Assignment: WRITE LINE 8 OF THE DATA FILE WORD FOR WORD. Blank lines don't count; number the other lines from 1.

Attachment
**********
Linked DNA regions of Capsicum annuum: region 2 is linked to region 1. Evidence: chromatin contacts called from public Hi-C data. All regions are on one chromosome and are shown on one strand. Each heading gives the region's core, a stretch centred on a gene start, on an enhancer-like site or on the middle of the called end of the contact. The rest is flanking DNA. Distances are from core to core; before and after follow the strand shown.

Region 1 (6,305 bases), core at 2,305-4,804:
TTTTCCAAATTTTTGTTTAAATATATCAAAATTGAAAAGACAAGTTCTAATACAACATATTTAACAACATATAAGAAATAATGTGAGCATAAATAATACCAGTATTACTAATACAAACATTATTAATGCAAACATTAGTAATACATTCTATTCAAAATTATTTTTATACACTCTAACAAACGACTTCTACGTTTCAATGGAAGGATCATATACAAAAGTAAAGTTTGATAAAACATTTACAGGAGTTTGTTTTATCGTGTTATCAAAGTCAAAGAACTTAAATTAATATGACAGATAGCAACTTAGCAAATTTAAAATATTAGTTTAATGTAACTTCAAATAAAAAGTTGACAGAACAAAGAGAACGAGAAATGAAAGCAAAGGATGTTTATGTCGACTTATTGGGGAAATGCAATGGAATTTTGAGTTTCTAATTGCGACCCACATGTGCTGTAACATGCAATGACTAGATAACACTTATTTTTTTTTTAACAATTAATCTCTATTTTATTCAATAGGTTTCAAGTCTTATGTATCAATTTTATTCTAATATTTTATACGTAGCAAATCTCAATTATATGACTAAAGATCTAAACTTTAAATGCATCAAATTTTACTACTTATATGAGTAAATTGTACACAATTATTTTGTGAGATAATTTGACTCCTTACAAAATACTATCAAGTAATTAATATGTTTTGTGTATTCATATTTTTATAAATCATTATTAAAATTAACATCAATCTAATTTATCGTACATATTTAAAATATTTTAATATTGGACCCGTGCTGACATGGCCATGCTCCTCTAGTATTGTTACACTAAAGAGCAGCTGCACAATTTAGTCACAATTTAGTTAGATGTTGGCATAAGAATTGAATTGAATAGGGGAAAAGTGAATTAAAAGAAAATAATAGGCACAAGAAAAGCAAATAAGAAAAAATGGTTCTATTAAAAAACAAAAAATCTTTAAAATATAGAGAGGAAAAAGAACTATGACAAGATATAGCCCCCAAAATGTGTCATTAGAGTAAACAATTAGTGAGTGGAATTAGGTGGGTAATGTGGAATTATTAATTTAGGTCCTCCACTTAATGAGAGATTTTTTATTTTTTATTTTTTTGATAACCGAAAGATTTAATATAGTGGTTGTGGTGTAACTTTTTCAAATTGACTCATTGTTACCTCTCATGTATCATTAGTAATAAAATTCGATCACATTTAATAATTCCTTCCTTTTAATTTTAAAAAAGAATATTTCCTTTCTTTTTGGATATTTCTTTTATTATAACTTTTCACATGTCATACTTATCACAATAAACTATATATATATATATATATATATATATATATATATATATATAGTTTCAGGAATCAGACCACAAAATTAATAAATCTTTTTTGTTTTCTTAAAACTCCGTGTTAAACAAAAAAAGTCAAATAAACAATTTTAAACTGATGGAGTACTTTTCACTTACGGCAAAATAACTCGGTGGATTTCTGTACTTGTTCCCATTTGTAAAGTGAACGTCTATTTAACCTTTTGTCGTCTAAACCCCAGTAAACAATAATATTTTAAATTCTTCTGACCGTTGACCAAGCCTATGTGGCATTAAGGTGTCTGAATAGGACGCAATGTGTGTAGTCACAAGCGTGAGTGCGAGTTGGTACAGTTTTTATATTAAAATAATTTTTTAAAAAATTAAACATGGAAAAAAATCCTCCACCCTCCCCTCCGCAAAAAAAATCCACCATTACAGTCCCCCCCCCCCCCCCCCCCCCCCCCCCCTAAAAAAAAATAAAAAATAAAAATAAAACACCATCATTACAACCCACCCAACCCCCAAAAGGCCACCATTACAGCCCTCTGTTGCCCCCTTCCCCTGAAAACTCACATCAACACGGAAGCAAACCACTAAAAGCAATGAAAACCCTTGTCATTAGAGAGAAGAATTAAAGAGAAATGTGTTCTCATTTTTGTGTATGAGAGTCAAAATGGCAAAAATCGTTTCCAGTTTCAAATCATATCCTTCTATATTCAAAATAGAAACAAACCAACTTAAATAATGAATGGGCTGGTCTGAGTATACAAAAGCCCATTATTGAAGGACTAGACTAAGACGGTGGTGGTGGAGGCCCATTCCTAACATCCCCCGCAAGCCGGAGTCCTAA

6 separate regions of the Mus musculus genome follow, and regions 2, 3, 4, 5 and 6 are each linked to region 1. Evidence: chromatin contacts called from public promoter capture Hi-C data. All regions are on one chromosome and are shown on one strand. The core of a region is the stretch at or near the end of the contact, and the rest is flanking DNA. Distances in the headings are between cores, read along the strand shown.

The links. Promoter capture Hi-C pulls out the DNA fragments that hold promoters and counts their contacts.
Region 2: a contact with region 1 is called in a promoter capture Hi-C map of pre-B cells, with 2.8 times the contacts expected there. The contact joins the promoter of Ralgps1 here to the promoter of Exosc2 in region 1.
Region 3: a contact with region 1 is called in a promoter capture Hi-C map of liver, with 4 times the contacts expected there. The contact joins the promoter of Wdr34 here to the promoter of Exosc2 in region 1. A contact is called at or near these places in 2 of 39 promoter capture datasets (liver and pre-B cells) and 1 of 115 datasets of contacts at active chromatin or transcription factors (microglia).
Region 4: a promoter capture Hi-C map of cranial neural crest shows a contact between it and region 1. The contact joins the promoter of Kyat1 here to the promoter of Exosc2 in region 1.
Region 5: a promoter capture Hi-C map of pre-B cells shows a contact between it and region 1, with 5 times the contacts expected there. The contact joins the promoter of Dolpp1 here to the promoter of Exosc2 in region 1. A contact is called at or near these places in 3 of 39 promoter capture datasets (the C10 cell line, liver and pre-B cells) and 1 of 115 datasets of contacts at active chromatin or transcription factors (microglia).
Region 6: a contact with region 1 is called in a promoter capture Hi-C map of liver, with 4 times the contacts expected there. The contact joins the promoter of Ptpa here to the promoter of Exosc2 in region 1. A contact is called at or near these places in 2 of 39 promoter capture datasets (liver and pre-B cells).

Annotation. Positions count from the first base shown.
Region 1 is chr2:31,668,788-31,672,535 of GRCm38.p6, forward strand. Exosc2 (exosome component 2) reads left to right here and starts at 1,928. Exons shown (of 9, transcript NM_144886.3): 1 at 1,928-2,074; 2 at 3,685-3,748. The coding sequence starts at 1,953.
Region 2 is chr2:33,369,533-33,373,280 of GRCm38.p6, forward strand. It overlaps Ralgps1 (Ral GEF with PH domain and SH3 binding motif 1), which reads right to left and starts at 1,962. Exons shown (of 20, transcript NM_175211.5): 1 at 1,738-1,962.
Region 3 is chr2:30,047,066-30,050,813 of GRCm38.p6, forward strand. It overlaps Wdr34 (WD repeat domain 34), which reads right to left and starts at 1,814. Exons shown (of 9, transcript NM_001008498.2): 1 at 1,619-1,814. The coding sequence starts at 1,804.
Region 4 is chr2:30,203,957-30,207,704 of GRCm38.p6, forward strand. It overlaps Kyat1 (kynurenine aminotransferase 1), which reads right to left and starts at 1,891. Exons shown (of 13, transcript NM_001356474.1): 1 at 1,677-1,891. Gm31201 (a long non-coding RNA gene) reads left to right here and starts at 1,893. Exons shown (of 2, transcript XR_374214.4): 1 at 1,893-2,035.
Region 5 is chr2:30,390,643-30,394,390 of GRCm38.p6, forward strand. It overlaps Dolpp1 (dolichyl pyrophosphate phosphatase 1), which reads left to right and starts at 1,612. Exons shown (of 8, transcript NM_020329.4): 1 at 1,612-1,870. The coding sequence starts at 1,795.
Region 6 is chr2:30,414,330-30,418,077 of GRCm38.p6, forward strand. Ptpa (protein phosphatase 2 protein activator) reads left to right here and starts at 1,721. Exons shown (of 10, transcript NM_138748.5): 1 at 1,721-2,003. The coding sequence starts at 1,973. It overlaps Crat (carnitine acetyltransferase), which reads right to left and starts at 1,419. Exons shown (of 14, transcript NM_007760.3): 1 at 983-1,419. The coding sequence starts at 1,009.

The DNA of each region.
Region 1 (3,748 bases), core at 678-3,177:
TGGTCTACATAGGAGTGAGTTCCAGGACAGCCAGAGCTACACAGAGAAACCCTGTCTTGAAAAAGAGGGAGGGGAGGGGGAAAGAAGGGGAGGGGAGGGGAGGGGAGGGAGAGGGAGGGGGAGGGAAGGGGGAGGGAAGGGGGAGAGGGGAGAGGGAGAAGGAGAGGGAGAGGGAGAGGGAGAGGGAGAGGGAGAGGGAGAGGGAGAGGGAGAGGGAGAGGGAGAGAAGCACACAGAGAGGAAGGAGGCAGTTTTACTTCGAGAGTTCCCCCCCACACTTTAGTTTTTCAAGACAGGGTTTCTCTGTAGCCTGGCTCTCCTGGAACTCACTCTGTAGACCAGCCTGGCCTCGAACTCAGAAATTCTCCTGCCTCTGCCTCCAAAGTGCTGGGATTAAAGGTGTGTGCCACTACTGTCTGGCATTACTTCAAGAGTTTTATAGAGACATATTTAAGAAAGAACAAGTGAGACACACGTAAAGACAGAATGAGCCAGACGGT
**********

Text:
Region 4: a promoter capture Hi-C map of cranial neural crest shows a contact between it and region 1. The contact joins the promoter of Kyat1 here to the promoter of Exosc2 in region 1.